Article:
Sunday,
May 27, 2018

Sunday,
May 27, 2018

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Students Help to Drum Up Comet Spirit in New Arts Course

UT Dallas drum line practices for an upcoming November 11 Homecoming performance.

Students in a new drum line class, under the direction of doctoral student Lori Gerard, prepare for their Nov. 11 Homecoming Parade performance.

If you’ve heard the steady rhythm of drums lately on the northwest side of campus, it’s not your imagination. Those percussive beats are coming from students enrolled this fall in The University of Texas at Dallas’ first drum line course.

It might seem ambitious for a University without a football team or marching band to launch a drum line, but a growing number of students were eager for a percussion section of their own, said Lori Gerard, a senior lecturer in the School of Arts and Humanities who teaches the class.

“Drum line is such a big thing here in Texas. High schools will hire an assistant band director just for percussion. That’s what these students are used to,” said Gerard, a native of Long Island, New York. 

The new drum line will be put to good use at UT Dallas: It debuts at the Homecoming Parade on Nov. 11 and eventually will alternate with the Pep Band as a musical ensemble for home basketball games.

Bill Pettit, director of athletics, said the marching drums will energize UT Dallas sports fans, much like drum lines have done for professional teams such as the Dallas Cowboys and the Dallas Mavericks.

Drum line is such a big thing here in Texas. High schools will hire an assistant band director just for percussion. That’s what these students are used to.

Lori Gerard, a senior lecturer in the School of Arts and Humanities and instructor of the new drum line course at UT Dallas.

“The drum line adds another layer of the game-day experience for the campus community. They can lead fans to the venue and bring an excitement and energetic environment to the game. We are thrilled about having the drum line at our events,” Pettit said.

Gerard pursued the drum line when she became a teaching assistant for the Pep Band. Students kept contacting her about it and, knowing the athletics staff wanted to boost spirit at home games, Gerard took it on as a project that would benefit both students and the University.

She crafted a proposal to have student fees cover the cost of drums, and got approval to offer a drum line course in the music department. Students who auditioned were evaluated for timing, rhythmic accuracy, sound quality, technique, reading and attitude.

“We filled it within a four-day audition notice,” Gerard said.

The UT Dallas drum line includes five snare drums, three sets of tenor drums (with a five-drum configuration), five bass drums and two cymbals. Three of the percussionists are women.

Political science sophomore Jake Muñoz aced the auditions. Muñoz had played the tenors at Friendswood High School and is in his second season of performing with the Dallas Cowboys’ drum line. He contacted Gerard when he heard UT Dallas was starting a drum line.

“I’ve always liked the multi tones of the tenors over a single drum. I thought the UT Dallas drum line would be a cool way to get some elective credits, and wanted to be part of the first drum line here,” Muñoz said. “There’s a bond that happens among drummers. I’ve made so many friends. It makes it a lot of fun.”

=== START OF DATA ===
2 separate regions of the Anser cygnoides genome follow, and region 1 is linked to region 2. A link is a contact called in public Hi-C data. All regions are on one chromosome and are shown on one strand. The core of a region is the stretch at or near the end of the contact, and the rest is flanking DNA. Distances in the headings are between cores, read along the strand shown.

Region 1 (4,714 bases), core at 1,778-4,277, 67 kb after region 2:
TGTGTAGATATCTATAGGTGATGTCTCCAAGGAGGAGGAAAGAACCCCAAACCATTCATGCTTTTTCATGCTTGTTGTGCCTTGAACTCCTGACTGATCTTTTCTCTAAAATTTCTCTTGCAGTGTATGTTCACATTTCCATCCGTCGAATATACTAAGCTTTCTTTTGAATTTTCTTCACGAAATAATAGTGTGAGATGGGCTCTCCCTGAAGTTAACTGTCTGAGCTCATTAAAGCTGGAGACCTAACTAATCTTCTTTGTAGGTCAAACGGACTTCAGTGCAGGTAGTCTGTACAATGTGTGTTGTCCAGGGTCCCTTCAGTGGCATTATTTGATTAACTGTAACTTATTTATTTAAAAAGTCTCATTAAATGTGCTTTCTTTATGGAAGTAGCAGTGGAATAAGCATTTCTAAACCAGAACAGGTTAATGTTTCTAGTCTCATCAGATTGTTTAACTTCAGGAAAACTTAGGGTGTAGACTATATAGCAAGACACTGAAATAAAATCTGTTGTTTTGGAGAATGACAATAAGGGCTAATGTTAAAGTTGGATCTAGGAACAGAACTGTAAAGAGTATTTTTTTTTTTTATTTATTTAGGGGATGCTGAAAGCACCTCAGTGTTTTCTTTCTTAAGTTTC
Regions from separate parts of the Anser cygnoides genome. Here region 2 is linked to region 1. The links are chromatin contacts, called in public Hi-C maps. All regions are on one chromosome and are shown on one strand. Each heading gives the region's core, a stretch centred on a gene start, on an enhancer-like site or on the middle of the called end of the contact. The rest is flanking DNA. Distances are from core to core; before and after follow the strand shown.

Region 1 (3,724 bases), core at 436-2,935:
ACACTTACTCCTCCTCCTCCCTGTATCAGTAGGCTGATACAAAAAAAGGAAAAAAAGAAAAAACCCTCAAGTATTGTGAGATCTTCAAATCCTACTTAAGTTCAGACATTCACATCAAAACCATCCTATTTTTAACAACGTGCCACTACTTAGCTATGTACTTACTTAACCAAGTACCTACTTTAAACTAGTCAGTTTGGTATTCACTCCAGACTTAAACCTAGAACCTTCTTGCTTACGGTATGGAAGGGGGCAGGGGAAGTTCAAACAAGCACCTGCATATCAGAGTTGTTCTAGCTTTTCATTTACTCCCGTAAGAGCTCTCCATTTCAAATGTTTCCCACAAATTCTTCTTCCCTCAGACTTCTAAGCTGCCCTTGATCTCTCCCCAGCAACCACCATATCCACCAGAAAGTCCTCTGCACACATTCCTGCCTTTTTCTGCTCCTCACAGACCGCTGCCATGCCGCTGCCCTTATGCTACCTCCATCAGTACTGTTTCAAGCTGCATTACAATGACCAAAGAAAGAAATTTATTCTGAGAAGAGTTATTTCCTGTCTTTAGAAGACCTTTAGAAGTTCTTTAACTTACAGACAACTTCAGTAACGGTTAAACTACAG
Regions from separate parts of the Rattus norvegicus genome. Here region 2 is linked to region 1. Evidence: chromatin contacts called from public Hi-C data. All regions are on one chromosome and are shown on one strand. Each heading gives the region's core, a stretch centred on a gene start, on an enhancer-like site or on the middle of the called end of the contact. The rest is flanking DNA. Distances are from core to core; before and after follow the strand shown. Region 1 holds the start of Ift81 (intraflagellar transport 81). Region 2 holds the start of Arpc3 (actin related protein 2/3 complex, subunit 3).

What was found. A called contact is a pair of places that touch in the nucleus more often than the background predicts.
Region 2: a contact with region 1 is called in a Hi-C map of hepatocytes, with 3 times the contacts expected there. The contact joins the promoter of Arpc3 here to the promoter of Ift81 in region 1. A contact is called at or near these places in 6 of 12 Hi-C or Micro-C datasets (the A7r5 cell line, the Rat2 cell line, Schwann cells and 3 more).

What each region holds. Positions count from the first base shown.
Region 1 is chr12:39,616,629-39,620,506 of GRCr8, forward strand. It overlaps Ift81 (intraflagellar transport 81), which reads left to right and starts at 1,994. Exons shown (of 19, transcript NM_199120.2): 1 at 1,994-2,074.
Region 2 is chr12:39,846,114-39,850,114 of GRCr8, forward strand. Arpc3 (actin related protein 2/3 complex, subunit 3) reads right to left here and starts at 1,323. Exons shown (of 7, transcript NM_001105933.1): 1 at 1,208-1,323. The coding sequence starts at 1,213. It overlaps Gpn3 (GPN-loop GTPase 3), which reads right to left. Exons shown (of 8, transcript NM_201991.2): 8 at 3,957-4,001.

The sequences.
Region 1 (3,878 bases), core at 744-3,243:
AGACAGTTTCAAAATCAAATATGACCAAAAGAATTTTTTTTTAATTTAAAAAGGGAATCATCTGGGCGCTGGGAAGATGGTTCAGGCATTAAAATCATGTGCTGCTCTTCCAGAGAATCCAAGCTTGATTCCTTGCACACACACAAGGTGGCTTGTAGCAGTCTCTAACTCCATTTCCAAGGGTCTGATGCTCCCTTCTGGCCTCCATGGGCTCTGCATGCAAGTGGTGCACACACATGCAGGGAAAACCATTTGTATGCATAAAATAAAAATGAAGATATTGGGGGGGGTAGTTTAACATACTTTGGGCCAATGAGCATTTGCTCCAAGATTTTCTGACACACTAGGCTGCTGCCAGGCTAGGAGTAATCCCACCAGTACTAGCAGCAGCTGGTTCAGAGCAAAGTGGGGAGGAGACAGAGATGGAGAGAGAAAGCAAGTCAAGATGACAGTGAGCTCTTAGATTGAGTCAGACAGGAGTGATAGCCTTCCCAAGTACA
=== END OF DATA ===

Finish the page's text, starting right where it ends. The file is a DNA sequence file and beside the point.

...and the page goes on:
Student practice sessions have definitely garnered attention. In fact, the drum line had to move its practice site several times to avoid disrupting classrooms, Gerard said. Rehearsals are now held in late afternoon twice a week behind the Visual Arts Building off Rutford Avenue.

People passing by the drummers now often tell Gerard “they love it.”

Political science sophomore Jake Muoz

Political science sophomore Jake Muñoz had played the tenors at Friendswood High School and is in his second season performing with the Dallas Cowboys drum line. 

“It lets people know that there’s music on this campus. It’s a sort of loudspeaker announcement for our music department classes,” Gerard said.

Gerard is a natural to launch the drum line. She grew up in a home that always had a drum set, thanks to a father who was an amateur drummer.

“I was always drawn to it. I was always tapping on things as a small child,” she said.

Gerard went on to earn a bachelor's degree in music from Central Michigan University and a master of music in percussion performance from Southern Methodist University. She is currently pursuing her PhD in humanities at UT Dallas, and still performs as a percussionist in the Dallas-Fort Worth area.

After they finish the course, students can continue pursuing their passion for percussion at UT Dallas. Some will compete in the Winter Guard International, a national organization that offers color guard, percussion and winds competitions. A percussion class is offered in spring.  

Dr. Dennis Kratz, dean of the School of Arts and Humanities and the Ignacy and Celina Rockover Professor of Humanities, praised Gerard’s dedication to establishing the drum line, and called it “an important addition to our arts program and to the learning environment of the University.”

“I like the way students who walk by as the group is rehearsing outside tend to have a smile on their face and a little more bounce in their step,” Kratz said. “Since our motto is ‘creating the future,’ we might as well do our creating with rhythm and smiles.”

Media Contact: Robin Russell, UT Dallas, (972) 883-4431, [email protected]
or the Office of Media Relations, UT Dallas, (972) 883-2155, [email protected].


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